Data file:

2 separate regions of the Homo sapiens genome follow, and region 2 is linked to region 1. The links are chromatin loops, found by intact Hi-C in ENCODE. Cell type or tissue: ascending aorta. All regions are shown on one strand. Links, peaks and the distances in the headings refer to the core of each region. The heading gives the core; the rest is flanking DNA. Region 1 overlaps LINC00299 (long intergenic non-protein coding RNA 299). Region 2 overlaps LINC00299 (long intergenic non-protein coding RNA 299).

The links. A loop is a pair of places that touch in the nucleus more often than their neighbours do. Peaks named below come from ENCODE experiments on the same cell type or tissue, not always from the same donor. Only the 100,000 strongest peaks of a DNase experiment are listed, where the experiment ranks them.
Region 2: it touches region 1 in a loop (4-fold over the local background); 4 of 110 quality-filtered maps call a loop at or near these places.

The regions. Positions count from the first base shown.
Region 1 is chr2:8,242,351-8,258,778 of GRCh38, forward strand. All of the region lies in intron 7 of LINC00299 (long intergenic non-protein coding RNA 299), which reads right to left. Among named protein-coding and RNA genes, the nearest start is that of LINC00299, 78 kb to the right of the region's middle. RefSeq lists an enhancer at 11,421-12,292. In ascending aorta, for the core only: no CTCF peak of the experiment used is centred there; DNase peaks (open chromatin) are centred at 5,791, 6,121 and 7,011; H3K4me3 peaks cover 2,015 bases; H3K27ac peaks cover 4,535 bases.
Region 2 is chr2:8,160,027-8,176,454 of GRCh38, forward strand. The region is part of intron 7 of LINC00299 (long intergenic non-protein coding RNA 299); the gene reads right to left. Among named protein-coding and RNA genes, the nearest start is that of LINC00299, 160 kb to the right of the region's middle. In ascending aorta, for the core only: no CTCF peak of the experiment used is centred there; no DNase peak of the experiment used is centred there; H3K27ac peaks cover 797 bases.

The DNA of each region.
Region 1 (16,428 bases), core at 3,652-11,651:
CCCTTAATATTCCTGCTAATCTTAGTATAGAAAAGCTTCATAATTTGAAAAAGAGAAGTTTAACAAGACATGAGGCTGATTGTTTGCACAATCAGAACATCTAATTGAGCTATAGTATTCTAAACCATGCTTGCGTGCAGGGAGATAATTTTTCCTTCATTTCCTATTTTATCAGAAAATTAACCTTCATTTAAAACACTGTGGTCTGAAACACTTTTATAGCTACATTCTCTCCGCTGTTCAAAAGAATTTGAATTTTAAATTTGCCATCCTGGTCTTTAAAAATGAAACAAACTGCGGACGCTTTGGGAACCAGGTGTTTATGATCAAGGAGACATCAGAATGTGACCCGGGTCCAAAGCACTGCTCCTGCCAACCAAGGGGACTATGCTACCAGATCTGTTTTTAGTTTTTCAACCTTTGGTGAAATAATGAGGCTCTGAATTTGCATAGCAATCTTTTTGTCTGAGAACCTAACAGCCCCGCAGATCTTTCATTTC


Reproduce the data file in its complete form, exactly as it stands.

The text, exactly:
2 separate regions of the Homo sapiens genome follow, and region 2 is linked to region 1. The links are chromatin loops, found by intact Hi-C in ENCODE. Cell type or tissue: ascending aorta. All regions are shown on one strand. Links, peaks and the distances in the headings refer to the core of each region. The heading gives the core; the rest is flanking DNA. Region 1 overlaps LINC00299 (long intergenic non-protein coding RNA 299). Region 2 overlaps LINC00299 (long intergenic non-protein coding RNA 299).

The links. A loop is a pair of places that touch in the nucleus more often than their neighbours do. Peaks named below come from ENCODE experiments on the same cell type or tissue, not always from the same donor. Only the 100,000 strongest peaks of a DNase experiment are listed, where the experiment ranks them.
Region 2: it touches region 1 in a loop (4-fold over the local background); 4 of 110 quality-filtered maps call a loop at or near these places.

The regions. Positions count from the first base shown.
Region 1 is chr2:8,242,351-8,258,778 of GRCh38, forward strand. All of the region lies in intron 7 of LINC00299 (long intergenic non-protein coding RNA 299), which reads right to left. Among named protein-coding and RNA genes, the nearest start is that of LINC00299, 78 kb to the right of the region's middle. RefSeq lists an enhancer at 11,421-12,292. In ascending aorta, for the core only: no CTCF peak of the experiment used is centred there; DNase peaks (open chromatin) are centred at 5,791, 6,121 and 7,011; H3K4me3 peaks cover 2,015 bases; H3K27ac peaks cover 4,535 bases.
Region 2 is chr2:8,160,027-8,176,454 of GRCh38, forward strand. The region is part of intron 7 of LINC00299 (long intergenic non-protein coding RNA 299); the gene reads right to left. Among named protein-coding and RNA genes, the nearest start is that of LINC00299, 160 kb to the right of the region's middle. In ascending aorta, for the core only: no CTCF peak of the experiment used is centred there; no DNase peak of the experiment used is centred there; H3K27ac peaks cover 797 bases.

The DNA of each region.
Region 1 (16,428 bases), core at 3,652-11,651:
CCCTTAATATTCCTGCTAATCTTAGTATAGAAAAGCTTCATAATTTGAAAAAGAGAAGTTTAACAAGACATGAGGCTGATTGTTTGCACAATCAGAACATCTAATTGAGCTATAGTATTCTAAACCATGCTTGCGTGCAGGGAGATAATTTTTCCTTCATTTCCTATTTTATCAGAAAATTAACCTTCATTTAAAACACTGTGGTCTGAAACACTTTTATAGCTACATTCTCTCCGCTGTTCAAAAGAATTTGAATTTTAAATTTGCCATCCTGGTCTTTAAAAATGAAACAAACTGCGGACGCTTTGGGAACCAGGTGTTTATGATCAAGGAGACATCAGAATGTGACCCGGGTCCAAAGCACTGCTCCTGCCAACCAAGGGGACTATGCTACCAGATCTGTTTTTAGTTTTTCAACCTTTGGTGAAATAATGAGGCTCTGAATTTGCATAGCAATCTTTTTGTCTGAGAACCTAACAGCCCCGCAGATCTTTCATTTC